Indigenous activists in NZ continue struggle to block development at Ihumātao
Over the last few months, indigenous activists have continued their struggle to block land development at Ihumātao in Auckland. Pro-Hong Kong student activists have been threatened while protesting while the Chinese consulate attempted to block an event around the Tiananmen square anniversary. Climate activists have been arrested for their protests.
Protesters march to Prime Minister’s office around land dispute
Hundreds of protesters march on Jacinda Ardern's office over Māori land dispute https://t.co/l1sc2ZhISm— Guardian World (@guardianworld) August 22, 2019
In August 2019 several hundred protesters marched on Jacinda Ardern’s Auckland office, demanding she visit Ihumātao, the site of a major indigenous land dispute that has broadened into wider anger at government inaction in tackling Māori disadvantage.
The protesters delivered a petition, signed by more than 26,000 people, to the prime minister’s office urging her to travel to the site that has been occupied as part of a housing dispute.
As previously documented, the Ihumātao protest led by the Save Our Unique Landscape (SOUL) group has occupied the land for nearly three years. It is considered a sacred area, as well as being a significant archaeological site. It was one of the first human settlements in New Zealand but was confiscated by the government in 1863.
Fletcher Building, a housing developer, bought the land in 2014 and is planning to develop hundreds of homes in the area. SOUL, which comprises mana whenua (Māori with historic and territorial rights to the land) and members of the wider community, argues the development is not appropriate because of the historical and cultural significance of Ihumātao.
In July 2019, eviction notices were handed out to people occupying the land. The situation escalated quickly as police arrived to enforce the eviction, and thousands of people from around the country converged to support SOUL. A number of people were also arrested.
In October 2019, it was reported that occupiers of the disputed land at Ihumātao had been shut out of talks with the government around finding a solution. On 5th November, Heritage New Zealand said it was considering giving the land at Ihumātao the highest level of heritage recognition.
Pro-Hong Kong protesters on university campus threatened
In July 2019, the University of Auckland launched an investigation after Chinese students were filmed verbally threatening another group of students who were protesting against a proposed extradition bill in Hong Kong. The student demonstrators, who were protesting on the university's city campus, were allegedly accosted by the group of Chinese males. One of the Chinese students reportedly said in Mandarin, "If you don't like China, get out of China!"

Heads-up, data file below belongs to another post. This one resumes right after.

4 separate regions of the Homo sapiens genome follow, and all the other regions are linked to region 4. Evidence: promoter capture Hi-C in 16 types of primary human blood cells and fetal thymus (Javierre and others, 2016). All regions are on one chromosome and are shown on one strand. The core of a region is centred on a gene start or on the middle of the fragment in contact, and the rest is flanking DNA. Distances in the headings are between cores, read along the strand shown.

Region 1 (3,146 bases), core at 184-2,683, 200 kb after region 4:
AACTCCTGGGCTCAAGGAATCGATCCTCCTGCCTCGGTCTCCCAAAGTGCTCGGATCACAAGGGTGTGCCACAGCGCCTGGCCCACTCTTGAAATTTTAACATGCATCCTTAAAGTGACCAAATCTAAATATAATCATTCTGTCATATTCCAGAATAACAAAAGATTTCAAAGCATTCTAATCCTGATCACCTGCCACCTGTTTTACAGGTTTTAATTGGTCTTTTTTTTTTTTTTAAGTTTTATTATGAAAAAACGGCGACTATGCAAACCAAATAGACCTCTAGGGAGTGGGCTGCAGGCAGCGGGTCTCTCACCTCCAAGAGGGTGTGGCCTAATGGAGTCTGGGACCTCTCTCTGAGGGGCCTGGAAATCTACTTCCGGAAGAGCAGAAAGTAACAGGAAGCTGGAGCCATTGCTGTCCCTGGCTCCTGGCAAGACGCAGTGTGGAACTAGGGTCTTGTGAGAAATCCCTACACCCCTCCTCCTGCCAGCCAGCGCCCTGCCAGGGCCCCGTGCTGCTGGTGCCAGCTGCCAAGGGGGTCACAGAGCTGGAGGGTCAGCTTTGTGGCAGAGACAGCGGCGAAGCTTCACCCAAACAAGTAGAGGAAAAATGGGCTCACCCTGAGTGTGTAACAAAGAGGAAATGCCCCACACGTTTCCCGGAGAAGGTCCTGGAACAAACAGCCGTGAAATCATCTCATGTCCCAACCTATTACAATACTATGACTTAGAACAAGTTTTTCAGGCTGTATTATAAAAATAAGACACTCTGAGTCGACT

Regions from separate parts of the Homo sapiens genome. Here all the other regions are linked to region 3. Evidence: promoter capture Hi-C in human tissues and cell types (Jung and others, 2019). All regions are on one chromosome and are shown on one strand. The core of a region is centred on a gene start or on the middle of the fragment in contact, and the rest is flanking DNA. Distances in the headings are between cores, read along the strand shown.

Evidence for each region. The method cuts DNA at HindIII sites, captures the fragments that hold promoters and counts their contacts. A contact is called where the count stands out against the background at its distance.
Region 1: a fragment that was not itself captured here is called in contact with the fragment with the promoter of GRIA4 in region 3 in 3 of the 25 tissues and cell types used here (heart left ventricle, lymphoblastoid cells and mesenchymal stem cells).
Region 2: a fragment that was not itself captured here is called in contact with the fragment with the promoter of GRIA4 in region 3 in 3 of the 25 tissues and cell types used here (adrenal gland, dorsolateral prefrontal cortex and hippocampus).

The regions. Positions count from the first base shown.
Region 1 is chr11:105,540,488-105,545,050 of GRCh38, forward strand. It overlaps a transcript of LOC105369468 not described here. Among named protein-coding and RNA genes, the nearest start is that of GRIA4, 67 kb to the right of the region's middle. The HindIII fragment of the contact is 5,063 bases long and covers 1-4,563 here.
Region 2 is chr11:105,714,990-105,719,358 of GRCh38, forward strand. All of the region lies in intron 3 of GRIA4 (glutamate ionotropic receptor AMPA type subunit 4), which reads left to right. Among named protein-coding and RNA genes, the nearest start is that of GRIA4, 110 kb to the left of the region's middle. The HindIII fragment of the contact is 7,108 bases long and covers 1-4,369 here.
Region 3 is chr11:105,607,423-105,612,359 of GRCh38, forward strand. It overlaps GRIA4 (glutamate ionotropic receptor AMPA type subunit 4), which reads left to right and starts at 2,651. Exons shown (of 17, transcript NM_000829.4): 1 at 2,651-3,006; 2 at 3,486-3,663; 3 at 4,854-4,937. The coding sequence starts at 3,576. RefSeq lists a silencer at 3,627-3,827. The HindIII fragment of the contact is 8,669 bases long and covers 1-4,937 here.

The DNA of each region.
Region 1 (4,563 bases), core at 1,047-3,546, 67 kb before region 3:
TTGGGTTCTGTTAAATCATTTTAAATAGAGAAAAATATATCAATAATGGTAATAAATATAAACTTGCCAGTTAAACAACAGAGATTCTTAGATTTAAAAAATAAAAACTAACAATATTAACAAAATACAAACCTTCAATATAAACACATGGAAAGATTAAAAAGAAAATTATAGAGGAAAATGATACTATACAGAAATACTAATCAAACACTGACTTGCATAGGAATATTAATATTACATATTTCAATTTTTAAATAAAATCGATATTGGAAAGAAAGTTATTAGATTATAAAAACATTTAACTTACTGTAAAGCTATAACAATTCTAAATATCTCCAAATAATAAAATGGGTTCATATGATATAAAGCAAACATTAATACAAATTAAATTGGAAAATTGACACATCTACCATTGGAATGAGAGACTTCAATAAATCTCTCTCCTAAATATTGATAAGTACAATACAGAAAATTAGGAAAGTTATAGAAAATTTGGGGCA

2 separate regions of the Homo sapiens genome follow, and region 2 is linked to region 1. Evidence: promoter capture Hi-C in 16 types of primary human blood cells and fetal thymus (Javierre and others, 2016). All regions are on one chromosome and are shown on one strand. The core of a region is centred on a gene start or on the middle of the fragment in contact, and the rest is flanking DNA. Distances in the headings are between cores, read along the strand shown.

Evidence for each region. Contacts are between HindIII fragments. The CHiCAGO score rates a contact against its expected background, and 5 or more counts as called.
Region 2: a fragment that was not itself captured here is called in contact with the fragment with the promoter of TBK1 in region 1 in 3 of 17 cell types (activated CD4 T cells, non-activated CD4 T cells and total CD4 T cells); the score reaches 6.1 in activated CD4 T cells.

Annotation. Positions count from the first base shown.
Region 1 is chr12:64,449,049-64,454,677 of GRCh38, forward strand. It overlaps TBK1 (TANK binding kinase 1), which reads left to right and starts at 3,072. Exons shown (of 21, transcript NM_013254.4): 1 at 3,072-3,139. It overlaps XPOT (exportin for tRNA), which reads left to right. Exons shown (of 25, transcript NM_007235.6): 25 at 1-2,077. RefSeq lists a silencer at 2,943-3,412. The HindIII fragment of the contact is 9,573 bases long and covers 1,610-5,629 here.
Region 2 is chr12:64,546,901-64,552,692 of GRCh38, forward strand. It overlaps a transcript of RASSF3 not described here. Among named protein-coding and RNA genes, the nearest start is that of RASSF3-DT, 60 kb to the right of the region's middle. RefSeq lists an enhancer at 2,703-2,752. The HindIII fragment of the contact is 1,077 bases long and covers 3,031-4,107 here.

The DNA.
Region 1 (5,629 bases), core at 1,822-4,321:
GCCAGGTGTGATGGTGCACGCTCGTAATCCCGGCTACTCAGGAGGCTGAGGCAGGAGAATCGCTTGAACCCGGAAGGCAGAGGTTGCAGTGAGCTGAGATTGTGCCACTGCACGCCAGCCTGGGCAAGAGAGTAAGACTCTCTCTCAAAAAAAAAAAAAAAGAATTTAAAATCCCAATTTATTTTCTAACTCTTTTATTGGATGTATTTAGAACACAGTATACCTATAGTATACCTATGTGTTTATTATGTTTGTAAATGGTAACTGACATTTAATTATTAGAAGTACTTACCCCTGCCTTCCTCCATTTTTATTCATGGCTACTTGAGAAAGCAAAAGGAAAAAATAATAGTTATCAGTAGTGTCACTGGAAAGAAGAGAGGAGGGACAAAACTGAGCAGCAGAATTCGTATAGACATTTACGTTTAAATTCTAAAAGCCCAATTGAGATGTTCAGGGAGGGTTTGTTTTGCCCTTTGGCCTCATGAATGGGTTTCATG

The verbal threats escalated and turned physical when the Chinese males pushed a Hong Kongese female student and protester to the ground. The altercation is said to have been motivated by the students' conflicting viewpoints on the controversial extradition bill.
The Chinese Consulate in Auckland then released a statement praising the "spontaneous patriotism" of some of the students for standing up for China and opposing splitting the country.
Previously, the Chinese Consulate General asked the Auckland University of Technology (AUT) to block an event commemorating the 30th anniversary of Tiananmen Square.
Protesters on oil company's ship arrested
Protesters on oil company's ship arrested in Timaru https://t.co/Sb5okjKtmL— RNZ News (@rnz_news) November 25, 2019
On 25th November 2019 police arrested eight protesters who were on board oil company OMV's support ship in Timaru. OMV's Skandi Atlantic was occupied by more than 20 climate activists for more than 32 hours. Police said eight people were removed from the vessel and arrested for trespassing.
The protesters want to stop OMV from drilling three oil wells in the Great South Basin off the Otago and Taranaki coasts in December 2019. Greenpeace said those arrested are a mix of activists from different organisations, fighting for action against climate change.
Extinction Rebellion activists arrested
Police have begun arresting protesters causing disruption in the Wellington CBD.— RNZ (@radionz) October 7, 2019
Members of Extinction Rebellion are sitting in a circle on Lambton Quay and Bowen Street, singing and chanting and refusing to move.
🔗: https://t.co/gE0WkJywhz pic.twitter.com/lziRGR9UPy
On 7th October 2019, police arrested over 30 members of Extinction Rebellion after the group protested in Wellington. The arrests started after demonstrators blocked Lambton Quay.
A statement released by Extinction Rebellion said several hundred people - including members of the public - stood to support, chant and sing. Applause and cheers broke out as each person was peacefully removed by police. Earlier in the day protestors attached themselves to a glass wall inside ANZ Bank on Lambton Quay.